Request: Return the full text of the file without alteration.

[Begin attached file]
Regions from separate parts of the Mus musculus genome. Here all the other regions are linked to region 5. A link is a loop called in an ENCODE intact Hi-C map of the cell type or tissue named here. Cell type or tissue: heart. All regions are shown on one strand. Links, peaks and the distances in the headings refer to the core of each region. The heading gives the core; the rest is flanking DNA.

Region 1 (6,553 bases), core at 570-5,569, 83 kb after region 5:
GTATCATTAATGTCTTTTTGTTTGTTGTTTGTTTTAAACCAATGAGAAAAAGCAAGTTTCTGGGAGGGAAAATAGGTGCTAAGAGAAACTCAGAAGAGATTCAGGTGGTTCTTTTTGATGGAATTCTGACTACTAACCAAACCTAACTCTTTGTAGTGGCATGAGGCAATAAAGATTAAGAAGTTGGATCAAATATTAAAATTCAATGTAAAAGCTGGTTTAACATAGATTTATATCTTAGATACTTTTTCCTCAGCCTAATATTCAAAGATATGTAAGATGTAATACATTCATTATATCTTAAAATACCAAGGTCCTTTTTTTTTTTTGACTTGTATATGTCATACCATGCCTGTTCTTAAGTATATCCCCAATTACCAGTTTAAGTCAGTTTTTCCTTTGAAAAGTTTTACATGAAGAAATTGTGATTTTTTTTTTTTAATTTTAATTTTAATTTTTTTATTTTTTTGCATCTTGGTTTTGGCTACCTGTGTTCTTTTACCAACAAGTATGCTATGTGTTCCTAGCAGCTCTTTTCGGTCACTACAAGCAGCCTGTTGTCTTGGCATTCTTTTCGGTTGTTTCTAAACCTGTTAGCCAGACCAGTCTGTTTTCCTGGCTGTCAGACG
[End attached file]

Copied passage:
Regions from separate parts of the Mus musculus genome. Here all the other regions are linked to region 5. A link is a loop called in an ENCODE intact Hi-C map of the cell type or tissue named here. Cell type or tissue: heart. All regions are shown on one strand. Links, peaks and the distances in the headings refer to the core of each region. The heading gives the core; the rest is flanking DNA.

Region 1 (6,553 bases), core at 570-5,569, 83 kb after region 5:
GTATCATTAATGTCTTTTTGTTTGTTGTTTGTTTTAAACCAATGAGAAAAAGCAAGTTTCTGGGAGGGAAAATAGGTGCTAAGAGAAACTCAGAAGAGATTCAGGTGGTTCTTTTTGATGGAATTCTGACTACTAACCAAACCTAACTCTTTGTAGTGGCATGAGGCAATAAAGATTAAGAAGTTGGATCAAATATTAAAATTCAATGTAAAAGCTGGTTTAACATAGATTTATATCTTAGATACTTTTTCCTCAGCCTAATATTCAAAGATATGTAAGATGTAATACATTCATTATATCTTAAAATACCAAGGTCCTTTTTTTTTTTTGACTTGTATATGTCATACCATGCCTGTTCTTAAGTATATCCCCAATTACCAGTTTAAGTCAGTTTTTCCTTTGAAAAGTTTTACATGAAGAAATTGTGATTTTTTTTTTTTAATTTTAATTTTAATTTTTTTATTTTTTTGCATCTTGGTTTTGGCTACCTGTGTTCTTTTACCAACAAGTATGCTATGTGTTCCTAGCAGCTCTTTTCGGTCACTACAAGCAGCCTGTTGTCTTGGCATTCTTTTCGGTTGTTTCTAAACCTGTTAGCCAGACCAGTCTGTTTTCCTGGCTGTCAGACG